• Is the condition listed on the Social Security Administration’s list of disabling conditions? Not all conditions may qualify for benefits; they must be cross-referenced with the allowable conditions on the Administration’s?website.
                          • Can you do the work you did previously? If you are not currently working, the office will review your medical information and try to determine if your condition prevents you from doing the work you were once performing.
                          • Can you do any other type of work? If it is determined that you cannot accomplish the work you once did, the office will try and make a determination as to whether you are able to do another type of work instead.

                          After examining all of these factors, a determination is made as to whether you are considered “disabled” in the eyes of the Social Security Administration. If the answer is yes, you will be able to receive benefits. If they determine you do not meet their disabled criteria, your claim will be denied, and you will be unable to collect benefits.

                          Having an attorney on your side can work to your advantage in multiple ways. If you are just beginning the process, Hankey Law Office can help you accurately and completely fill out your application and help you gather all the necessary accompanying documentation. This will strengthen your case and provide the level of detail that the government agency is looking for.

                          If you have already been denied, Hankey Law Office can review your application for errors, help you gather additional needed documentation, and help you work your way through the complex appeals process.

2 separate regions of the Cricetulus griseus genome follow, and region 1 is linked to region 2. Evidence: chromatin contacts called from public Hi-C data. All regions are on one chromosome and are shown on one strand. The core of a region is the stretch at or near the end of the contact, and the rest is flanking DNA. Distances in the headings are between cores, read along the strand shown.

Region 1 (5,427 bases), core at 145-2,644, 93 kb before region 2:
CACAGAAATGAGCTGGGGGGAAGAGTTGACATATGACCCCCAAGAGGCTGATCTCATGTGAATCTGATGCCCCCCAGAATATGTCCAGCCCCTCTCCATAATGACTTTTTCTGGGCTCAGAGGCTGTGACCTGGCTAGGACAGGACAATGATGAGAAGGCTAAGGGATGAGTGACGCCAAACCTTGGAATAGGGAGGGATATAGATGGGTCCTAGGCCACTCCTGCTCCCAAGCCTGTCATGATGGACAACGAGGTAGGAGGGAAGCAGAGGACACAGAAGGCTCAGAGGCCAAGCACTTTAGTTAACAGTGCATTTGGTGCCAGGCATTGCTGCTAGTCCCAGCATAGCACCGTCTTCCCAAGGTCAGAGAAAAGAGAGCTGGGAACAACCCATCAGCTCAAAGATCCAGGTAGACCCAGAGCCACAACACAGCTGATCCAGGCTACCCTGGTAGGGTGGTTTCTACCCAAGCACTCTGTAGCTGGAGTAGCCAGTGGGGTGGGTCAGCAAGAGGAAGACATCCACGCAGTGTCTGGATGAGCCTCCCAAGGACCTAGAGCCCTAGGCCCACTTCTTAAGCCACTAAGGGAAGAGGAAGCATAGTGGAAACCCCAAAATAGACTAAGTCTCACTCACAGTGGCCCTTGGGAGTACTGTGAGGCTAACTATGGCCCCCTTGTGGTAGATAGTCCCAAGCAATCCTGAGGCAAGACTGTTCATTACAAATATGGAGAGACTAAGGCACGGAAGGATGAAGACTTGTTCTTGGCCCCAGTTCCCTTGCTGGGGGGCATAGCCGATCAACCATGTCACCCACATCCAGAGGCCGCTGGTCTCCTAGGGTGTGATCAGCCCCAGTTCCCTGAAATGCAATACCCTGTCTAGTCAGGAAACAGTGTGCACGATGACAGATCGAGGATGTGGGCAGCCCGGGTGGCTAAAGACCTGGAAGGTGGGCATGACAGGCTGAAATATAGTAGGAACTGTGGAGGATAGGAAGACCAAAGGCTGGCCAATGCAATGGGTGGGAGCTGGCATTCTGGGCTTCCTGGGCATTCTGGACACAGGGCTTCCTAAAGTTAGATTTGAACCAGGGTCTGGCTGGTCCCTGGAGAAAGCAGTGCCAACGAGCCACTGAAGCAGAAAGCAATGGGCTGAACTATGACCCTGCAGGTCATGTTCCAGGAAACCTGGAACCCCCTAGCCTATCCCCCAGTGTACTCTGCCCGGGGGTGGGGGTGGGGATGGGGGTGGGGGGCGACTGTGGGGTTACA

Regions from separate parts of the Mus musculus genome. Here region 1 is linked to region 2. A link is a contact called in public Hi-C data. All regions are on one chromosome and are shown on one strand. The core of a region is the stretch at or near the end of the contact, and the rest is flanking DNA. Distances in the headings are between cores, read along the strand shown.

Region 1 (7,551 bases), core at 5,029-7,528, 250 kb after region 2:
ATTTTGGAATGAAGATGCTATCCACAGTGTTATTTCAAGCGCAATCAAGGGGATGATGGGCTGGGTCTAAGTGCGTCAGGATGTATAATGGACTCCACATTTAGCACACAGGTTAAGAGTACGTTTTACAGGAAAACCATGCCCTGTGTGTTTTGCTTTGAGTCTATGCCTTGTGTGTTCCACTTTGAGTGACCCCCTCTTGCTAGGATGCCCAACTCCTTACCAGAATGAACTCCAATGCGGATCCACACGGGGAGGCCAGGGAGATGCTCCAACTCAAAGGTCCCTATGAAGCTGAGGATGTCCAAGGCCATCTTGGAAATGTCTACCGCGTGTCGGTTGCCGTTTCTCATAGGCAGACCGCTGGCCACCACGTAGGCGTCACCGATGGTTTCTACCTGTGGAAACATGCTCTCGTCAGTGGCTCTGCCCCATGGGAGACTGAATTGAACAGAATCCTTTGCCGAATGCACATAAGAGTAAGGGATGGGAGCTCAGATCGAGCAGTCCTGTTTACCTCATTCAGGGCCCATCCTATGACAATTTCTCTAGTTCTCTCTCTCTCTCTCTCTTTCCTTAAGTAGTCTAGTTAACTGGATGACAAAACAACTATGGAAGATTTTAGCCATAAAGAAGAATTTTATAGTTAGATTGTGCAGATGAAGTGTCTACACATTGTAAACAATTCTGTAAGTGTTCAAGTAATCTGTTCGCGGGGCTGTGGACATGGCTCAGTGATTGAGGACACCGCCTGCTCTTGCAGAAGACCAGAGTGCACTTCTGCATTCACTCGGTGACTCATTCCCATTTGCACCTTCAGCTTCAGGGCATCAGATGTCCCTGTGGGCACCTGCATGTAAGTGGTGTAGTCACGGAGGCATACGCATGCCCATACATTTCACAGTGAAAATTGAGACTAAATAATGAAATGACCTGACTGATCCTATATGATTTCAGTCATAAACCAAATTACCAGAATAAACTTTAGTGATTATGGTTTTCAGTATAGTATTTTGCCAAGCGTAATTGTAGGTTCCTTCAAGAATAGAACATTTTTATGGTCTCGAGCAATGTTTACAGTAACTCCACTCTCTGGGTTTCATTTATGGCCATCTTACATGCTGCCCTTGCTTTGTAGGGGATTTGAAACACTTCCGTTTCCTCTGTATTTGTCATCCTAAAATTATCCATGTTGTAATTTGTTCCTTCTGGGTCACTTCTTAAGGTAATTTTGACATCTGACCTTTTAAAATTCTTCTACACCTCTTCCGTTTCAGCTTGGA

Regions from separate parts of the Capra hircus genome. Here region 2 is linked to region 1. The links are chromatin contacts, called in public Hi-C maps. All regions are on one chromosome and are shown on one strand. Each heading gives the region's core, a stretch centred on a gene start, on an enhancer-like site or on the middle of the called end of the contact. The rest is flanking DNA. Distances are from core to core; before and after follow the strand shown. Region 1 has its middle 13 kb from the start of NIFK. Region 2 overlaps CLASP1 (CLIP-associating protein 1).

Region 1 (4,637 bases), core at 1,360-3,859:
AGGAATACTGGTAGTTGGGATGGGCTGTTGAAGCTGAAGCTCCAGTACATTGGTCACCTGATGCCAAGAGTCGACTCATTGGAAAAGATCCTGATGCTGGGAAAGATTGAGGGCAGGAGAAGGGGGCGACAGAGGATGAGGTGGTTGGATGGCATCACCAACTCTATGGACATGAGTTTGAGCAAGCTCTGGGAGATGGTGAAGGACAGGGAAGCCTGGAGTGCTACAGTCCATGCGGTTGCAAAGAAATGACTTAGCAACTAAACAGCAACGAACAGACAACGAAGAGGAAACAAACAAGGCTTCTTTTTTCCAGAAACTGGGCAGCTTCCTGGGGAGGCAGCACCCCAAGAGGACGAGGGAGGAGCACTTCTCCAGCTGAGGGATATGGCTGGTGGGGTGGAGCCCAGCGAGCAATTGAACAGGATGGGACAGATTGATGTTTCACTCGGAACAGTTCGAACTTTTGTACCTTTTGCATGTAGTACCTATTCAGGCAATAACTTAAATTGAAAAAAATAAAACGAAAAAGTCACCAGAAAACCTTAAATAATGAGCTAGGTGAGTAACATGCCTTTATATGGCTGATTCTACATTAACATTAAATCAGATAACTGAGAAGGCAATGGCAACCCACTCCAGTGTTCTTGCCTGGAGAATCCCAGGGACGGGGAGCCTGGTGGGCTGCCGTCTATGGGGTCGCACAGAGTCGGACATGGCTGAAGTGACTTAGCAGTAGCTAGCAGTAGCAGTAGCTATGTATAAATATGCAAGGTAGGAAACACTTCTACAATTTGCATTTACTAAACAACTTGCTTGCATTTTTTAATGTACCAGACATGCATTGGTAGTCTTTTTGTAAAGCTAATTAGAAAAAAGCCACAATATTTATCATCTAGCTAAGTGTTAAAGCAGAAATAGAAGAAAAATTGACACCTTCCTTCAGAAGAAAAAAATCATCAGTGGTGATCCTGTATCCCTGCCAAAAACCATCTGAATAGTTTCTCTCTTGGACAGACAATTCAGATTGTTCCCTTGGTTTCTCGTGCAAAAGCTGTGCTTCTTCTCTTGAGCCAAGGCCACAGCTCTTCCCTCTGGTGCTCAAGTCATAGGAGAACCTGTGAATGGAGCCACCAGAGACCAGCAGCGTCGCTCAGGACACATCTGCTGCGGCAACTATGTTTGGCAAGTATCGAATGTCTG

Qualifying Disabilities for Benefits

                          How do you know if your disability allows you to qualify for benefits? The?Social Security Administration?has a list of conditions that may be considered disabilities. These are some of the more common conditions and disorders that may qualify you to receive benefits:

                          • Arthritis
                          • Chronic Fatigue Syndrome
                          • Fibromyalgia
                          • Multiple Sclerosis
                          • Crohn’s Disease
                          • Bipolar Disorder
                          • Chronic Pain
                          • Epilepsy
                          • Heart Condition
                          • Breathing Disorders

                          Injuries may also qualify you to receive some Social Security benefits. Some of the more common allowable injuries include:

                          • Back/spine injuries
                          • Neck injuries
                          • Carpal Tunnel Syndrome
                          • Burns
                          • Amputation

                          How Can [Firm-name] Help?

                          At Hankey Law Office, we know that the entire process can seem daunting. We strive to help take some of that pressure off of your shoulders. Let our legal team help you apply for benefits or appeal a denial. We will review your case, correct common errors, and help you gather all the necessary documentation you need to strengthen your application. You can’t afford to miss out on the benefits that you deserve to receive.

                          Contact our office today at (317) 634-8565 to learn more about how our Indiana Social Security Disability attorneys can help you with your disability claim.